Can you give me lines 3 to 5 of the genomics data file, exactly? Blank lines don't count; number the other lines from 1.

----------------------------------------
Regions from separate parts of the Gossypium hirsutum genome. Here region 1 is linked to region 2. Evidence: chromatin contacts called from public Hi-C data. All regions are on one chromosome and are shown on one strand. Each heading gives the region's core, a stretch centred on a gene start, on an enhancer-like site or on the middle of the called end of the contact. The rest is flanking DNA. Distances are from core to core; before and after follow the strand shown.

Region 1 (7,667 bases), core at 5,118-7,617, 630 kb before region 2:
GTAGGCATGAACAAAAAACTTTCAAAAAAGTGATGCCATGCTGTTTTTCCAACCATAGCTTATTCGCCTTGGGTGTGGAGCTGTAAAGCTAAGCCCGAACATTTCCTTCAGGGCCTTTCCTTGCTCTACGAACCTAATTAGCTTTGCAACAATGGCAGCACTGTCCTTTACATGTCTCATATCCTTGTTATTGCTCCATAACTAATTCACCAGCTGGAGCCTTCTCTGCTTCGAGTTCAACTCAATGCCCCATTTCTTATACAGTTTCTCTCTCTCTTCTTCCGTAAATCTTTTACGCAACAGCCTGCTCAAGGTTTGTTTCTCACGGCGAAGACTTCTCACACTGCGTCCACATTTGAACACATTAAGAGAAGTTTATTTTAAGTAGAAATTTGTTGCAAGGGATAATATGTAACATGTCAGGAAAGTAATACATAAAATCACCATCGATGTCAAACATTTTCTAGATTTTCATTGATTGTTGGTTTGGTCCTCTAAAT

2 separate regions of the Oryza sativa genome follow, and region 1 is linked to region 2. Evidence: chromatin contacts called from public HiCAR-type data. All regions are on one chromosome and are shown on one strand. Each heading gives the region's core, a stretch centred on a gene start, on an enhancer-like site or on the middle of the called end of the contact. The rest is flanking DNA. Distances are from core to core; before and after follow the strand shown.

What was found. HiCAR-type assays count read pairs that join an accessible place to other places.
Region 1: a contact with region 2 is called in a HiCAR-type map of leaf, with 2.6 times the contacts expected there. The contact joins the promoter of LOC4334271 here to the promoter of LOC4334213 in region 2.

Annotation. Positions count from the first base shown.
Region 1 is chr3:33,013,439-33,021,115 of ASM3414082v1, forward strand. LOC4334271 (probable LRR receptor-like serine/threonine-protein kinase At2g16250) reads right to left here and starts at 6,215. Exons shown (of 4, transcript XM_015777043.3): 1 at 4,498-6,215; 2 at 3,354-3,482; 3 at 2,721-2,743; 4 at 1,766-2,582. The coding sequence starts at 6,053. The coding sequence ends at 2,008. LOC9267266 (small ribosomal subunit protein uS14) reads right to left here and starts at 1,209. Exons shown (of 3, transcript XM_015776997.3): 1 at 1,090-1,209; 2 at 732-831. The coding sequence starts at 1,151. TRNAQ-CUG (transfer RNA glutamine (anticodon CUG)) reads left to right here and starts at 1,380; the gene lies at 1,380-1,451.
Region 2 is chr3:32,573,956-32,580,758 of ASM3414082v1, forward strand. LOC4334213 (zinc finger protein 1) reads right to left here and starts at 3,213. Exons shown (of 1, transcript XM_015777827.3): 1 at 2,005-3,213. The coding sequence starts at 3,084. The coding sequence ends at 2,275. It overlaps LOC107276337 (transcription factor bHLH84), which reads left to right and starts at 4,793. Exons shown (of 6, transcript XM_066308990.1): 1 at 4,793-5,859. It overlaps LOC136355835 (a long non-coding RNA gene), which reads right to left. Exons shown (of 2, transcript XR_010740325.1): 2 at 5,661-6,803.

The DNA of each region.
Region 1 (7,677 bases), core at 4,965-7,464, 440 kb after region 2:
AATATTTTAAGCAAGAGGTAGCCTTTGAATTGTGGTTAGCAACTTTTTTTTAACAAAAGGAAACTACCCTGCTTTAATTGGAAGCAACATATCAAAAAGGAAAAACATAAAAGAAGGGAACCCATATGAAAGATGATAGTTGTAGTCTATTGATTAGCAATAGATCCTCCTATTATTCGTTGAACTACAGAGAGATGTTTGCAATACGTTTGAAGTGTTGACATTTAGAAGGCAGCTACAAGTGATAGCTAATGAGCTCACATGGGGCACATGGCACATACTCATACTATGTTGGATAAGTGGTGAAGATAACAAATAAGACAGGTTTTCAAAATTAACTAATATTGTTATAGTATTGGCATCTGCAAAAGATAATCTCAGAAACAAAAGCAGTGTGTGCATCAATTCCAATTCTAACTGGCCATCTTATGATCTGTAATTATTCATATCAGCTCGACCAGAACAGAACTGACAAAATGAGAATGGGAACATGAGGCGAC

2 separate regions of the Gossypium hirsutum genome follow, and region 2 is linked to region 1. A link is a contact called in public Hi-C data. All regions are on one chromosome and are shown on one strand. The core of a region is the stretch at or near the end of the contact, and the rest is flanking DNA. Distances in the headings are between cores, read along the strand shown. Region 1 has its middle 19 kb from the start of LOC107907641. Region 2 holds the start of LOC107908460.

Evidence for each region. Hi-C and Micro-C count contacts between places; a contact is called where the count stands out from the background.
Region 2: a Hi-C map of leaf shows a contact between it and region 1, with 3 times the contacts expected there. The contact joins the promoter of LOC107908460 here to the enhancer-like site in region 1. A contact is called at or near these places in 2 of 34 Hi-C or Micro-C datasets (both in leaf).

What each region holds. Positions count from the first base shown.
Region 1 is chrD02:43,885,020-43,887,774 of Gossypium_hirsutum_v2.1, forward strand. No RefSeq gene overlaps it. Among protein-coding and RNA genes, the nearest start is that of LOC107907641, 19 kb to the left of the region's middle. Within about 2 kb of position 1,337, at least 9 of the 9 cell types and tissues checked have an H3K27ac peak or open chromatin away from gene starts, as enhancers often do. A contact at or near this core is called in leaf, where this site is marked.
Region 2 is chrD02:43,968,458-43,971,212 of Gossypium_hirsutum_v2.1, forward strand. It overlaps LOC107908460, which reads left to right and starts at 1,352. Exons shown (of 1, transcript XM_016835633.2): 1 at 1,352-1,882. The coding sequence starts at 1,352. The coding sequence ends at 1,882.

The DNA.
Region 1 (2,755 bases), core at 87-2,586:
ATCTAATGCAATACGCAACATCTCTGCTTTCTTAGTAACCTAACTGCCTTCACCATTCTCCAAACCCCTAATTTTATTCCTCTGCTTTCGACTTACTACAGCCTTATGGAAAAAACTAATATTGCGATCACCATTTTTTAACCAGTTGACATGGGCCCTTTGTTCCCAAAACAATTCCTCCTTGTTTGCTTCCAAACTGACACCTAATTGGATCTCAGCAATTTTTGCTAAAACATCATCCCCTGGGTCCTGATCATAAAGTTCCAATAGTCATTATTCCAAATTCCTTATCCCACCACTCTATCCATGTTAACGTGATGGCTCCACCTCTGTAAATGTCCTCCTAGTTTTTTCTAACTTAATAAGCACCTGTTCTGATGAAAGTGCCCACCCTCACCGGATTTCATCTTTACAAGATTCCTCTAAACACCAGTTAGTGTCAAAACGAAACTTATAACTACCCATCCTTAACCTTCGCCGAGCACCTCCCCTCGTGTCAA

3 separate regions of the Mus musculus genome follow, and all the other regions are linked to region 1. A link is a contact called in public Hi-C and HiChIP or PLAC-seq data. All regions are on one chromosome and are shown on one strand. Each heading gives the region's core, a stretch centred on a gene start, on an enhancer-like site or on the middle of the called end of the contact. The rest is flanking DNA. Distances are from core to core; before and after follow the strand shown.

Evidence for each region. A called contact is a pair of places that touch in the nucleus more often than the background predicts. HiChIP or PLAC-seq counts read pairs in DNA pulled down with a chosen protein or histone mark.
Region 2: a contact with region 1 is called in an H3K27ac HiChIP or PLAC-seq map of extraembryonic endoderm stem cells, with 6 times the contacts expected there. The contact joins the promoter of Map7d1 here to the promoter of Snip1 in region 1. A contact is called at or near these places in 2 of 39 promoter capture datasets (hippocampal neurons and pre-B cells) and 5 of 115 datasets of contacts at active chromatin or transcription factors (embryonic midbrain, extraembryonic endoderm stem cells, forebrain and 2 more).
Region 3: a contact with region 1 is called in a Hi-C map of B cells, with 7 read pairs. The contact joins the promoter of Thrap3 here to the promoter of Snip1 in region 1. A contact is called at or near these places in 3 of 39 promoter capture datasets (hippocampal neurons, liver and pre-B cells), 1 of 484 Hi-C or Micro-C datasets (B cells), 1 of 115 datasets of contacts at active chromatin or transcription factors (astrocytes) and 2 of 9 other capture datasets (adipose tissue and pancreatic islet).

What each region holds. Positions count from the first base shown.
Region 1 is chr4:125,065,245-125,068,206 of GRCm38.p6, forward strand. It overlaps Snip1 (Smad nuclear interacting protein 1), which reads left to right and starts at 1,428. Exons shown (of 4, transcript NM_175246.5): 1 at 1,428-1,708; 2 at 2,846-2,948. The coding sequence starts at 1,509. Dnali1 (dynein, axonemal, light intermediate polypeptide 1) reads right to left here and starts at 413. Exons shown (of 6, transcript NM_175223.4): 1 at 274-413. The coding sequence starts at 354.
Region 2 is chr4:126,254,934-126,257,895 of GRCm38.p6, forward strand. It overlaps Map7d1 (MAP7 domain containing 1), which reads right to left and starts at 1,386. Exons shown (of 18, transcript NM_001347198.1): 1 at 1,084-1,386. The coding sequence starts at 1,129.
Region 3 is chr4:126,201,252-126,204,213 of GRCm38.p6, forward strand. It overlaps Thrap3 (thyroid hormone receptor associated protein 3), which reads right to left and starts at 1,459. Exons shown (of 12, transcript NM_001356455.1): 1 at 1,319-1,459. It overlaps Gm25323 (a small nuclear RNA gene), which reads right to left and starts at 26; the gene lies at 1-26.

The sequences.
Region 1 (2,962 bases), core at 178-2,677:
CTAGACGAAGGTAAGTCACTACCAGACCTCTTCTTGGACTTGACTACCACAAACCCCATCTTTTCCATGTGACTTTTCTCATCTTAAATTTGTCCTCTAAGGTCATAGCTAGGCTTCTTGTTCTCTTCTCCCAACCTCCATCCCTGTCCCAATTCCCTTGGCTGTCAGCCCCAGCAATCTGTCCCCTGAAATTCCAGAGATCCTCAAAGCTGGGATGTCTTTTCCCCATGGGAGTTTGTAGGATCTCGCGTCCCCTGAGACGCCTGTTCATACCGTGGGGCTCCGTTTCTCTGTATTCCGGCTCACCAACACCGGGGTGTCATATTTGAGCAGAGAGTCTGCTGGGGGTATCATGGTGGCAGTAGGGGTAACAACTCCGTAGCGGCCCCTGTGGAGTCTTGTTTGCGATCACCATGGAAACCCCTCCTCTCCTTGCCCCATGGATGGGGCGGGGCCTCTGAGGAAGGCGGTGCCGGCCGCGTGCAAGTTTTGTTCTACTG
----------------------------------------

GTAGGCATGAACAAAAAACTTTCAAAAAAGTGATGCCATGCTGTTTTTCCAACCATAGCTTATTCGCCTTGGGTGTGGAGCTGTAAAGCTAAGCCCGAACATTTCCTTCAGGGCCTTTCCTTGCTCTACGAACCTAATTAGCTTTGCAACAATGGCAGCACTGTCCTTTACATGTCTCATATCCTTGTTATTGCTCCATAACTAATTCACCAGCTGGAGCCTTCTCTGCTTCGAGTTCAACTCAATGCCCCATTTCTTATACAGTTTCTCTCTCTCTTCTTCCGTAAATCTTTTACGCAACAGCCTGCTCAAGGTTTGTTTCTCACGGCGAAGACTTCTCACACTGCGTCCACATTTGAACACATTAAGAGAAGTTTATTTTAAGTAGAAATTTGTTGCAAGGGATAATATGTAACATGTCAGGAAAGTAATACATAAAATCACCATCGATGTCAAACATTTTCTAGATTTTCATTGATTGTTGGTTTGGTCCTCTAAAT

2 separate regions of the Oryza sativa genome follow, and region 1 is linked to region 2. Evidence: chromatin contacts called from public HiCAR-type data. All regions are on one chromosome and are shown on one strand. Each heading gives the region's core, a stretch centred on a gene start, on an enhancer-like site or on the middle of the called end of the contact. The rest is flanking DNA. Distances are from core to core; before and after follow the strand shown.

What was found. HiCAR-type assays count read pairs that join an accessible place to other places.